Some examples may be found in the encyclical Evangelium vitae, in which John Paul II mentions that the cardinals in a consistory of 1991 unanimously asked him to use his authority to reaffirm the value of human life in the face of current threats. He then wrote personal letters to all the bishops of the world to seek their cooperation. Their responses, he says, bore witness to their unanimous desire to share in the doctrinal office of the Church in the defense of life. Thus the encyclical, although signed by the Pope alone, is not his solitary act. It involves the cooperation of cardinals and bishops from every country in the world. The encyclical claims that its decisive prohibitions on the taking innocent human life, on abortion, and on euthanasia are grounded in Scripture and the natural law, taught by the ordinary and universal magisterium, and confirmed by the Pope. The language on abortion is particularly striking:
- Therefore, by the authority which Christ conferred upon Peter and his Successors, in communion with the Bishops--who on various occasions have condemned abortion and who, in the aforementioned consultation, albeit dispersed throughout the world, have show unanimous agreement concerning this doctrine--I declare that direct abortion ... always constitutes a grave moral disorder, since it is the deliberate killing of an innocent human being. [EV 62]
This and similar statements on issues of human life in EV make it clear that the Pope is using the encyclical to proclaim what he considers to be the teaching of the universal magisterium of the bishops dispersed throughout the world. Although he does not use the term "infallible," his language implies that the infallibility of the whole body of bishops is here engaged.
One of the most critical decisions of Pope John Paul II has been his declaration in the Apostolic Letter Ordinatio sacerdotalis that the Church has no authority to confer priestly ordination upon women. In this case the Pope pointed out that although the tradition had been constant and universal, and had been confirmed by the magisterium in recent documents, questions were still being asked. Exercising his own ministry to "confirm the brethren," he stated that his judgment was to be definitively held by all the faithful (OS 4).
Subsequently, when the question was raised as to whether the teaching of OS was infallible, the CDF replied that it was "an act of the ordinary papal magisterium, in itself not infallible, witnessing to the infallibility of a doctrine already possessed by the Church" (Response to Dubium, Oct. 28, 1995). Again, as in Evangelium vitae, the teaching authority of the Pope and that of the bishops were intertwined, so that the two cannot be entirely disentangled. The participation of the Pope is a major factor in achieving and certifying the consensus of the bishops.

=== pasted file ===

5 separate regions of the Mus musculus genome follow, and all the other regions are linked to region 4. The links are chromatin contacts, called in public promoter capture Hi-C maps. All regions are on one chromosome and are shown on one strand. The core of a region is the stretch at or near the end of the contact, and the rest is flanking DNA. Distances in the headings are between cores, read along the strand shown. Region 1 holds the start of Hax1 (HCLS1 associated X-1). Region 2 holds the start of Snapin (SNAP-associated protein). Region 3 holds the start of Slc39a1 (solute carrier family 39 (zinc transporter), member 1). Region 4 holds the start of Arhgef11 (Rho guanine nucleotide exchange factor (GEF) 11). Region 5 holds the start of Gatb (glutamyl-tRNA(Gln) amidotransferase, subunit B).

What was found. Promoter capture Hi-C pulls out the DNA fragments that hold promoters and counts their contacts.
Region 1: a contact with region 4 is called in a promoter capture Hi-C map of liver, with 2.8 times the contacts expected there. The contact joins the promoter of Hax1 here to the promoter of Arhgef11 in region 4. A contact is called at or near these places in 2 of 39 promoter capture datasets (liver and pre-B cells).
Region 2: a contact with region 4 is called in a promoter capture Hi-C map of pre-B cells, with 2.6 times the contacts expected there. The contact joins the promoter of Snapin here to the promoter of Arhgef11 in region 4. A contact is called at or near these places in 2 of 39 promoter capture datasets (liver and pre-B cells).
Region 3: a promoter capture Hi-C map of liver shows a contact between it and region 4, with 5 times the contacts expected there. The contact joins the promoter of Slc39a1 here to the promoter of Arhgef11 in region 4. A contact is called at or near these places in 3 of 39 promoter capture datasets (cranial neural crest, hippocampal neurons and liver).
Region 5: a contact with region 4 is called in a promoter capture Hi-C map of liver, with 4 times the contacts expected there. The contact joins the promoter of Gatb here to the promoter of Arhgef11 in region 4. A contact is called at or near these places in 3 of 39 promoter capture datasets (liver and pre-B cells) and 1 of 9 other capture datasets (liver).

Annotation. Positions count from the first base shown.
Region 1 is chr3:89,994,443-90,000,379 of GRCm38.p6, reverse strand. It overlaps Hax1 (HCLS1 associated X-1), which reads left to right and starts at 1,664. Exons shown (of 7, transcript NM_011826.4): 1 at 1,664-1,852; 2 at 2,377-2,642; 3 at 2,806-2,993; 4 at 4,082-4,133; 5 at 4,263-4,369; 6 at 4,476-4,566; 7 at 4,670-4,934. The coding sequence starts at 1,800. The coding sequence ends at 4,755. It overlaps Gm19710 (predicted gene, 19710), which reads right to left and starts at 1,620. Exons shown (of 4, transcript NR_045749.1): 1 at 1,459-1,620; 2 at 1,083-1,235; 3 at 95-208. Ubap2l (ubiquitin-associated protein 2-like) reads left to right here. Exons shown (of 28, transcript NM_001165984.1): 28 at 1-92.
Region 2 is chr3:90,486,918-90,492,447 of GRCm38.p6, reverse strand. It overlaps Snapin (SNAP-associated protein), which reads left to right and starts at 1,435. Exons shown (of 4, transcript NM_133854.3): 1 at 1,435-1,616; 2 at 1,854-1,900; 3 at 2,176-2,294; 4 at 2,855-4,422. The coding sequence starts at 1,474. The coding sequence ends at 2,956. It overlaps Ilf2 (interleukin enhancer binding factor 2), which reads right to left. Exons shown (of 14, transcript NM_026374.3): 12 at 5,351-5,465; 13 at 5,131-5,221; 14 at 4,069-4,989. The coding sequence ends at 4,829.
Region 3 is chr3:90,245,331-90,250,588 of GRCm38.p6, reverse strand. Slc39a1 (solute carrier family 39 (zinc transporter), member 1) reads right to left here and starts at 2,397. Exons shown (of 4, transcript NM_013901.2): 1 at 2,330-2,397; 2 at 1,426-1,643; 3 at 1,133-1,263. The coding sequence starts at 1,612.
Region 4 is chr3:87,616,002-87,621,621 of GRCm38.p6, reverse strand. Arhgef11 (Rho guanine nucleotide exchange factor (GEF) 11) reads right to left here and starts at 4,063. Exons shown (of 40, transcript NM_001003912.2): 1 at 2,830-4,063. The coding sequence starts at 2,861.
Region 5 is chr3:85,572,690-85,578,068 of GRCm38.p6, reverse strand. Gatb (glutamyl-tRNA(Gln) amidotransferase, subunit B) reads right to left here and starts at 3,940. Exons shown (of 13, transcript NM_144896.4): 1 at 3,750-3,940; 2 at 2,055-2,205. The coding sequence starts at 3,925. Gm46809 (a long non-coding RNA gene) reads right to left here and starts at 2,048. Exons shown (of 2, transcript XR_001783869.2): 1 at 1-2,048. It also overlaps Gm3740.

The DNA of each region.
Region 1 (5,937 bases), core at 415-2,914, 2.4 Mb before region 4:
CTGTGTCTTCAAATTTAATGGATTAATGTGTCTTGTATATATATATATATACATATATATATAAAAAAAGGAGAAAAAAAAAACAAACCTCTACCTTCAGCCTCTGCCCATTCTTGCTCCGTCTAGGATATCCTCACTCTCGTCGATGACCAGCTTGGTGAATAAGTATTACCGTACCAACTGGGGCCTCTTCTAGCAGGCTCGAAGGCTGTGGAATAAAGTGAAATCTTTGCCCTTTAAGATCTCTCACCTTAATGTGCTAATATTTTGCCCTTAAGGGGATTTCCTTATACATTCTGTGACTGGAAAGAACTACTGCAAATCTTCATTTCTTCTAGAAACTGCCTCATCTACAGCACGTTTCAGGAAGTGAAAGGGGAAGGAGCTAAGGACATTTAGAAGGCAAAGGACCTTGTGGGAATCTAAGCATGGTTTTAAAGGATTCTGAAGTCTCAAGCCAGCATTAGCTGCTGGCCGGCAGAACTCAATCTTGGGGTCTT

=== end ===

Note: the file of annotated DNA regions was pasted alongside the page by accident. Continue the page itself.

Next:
Some theologians have criticized this style of papal teaching as a "questionable shift." If the Pope had wanted to speak infallibly, they say, he could have conducted a formal consultation with the entire episcopate or else he could have spoken ex cathedra on his own authority, but he did neither. For this reason the critics hold that the doctrine of OS is still open to revision.
I personally do not share either criticism or the conclusion drawn from it. The testimony of Holy Scripture and of tradition on the point at issue is so solid that no polling of the bishops could possibly overthrow it. As recently as 1976 Paul VI had commissioned the CDF to undertake a thorough study, which left no room for doubt. Under John Paul II the question took on new urgency. Prompt action was needed to avoid the kind of difficulties that had plagued the Anglican Communion since the illicit ordinations in Philadelphia in 1974. A formal consultation would have taken a long time and would have aroused divisive and acrimonious debate. An ex cathedra pronouncement, issued without long preparation, would have alienated many Catholics and entailed the excommunication of many dissenters. The Pope had good reason to declare that the matter was definitively settled without imposing his decision as a matter of dogma.
Even if some doubts can be raised about the infallibility of OS, the judgment of the Pope and of the CDF in the matter should prevail. The highest doctrinal authority in the Church has pronounced on the question, thereby overcoming what might otherwise seem to be legitimate doubts.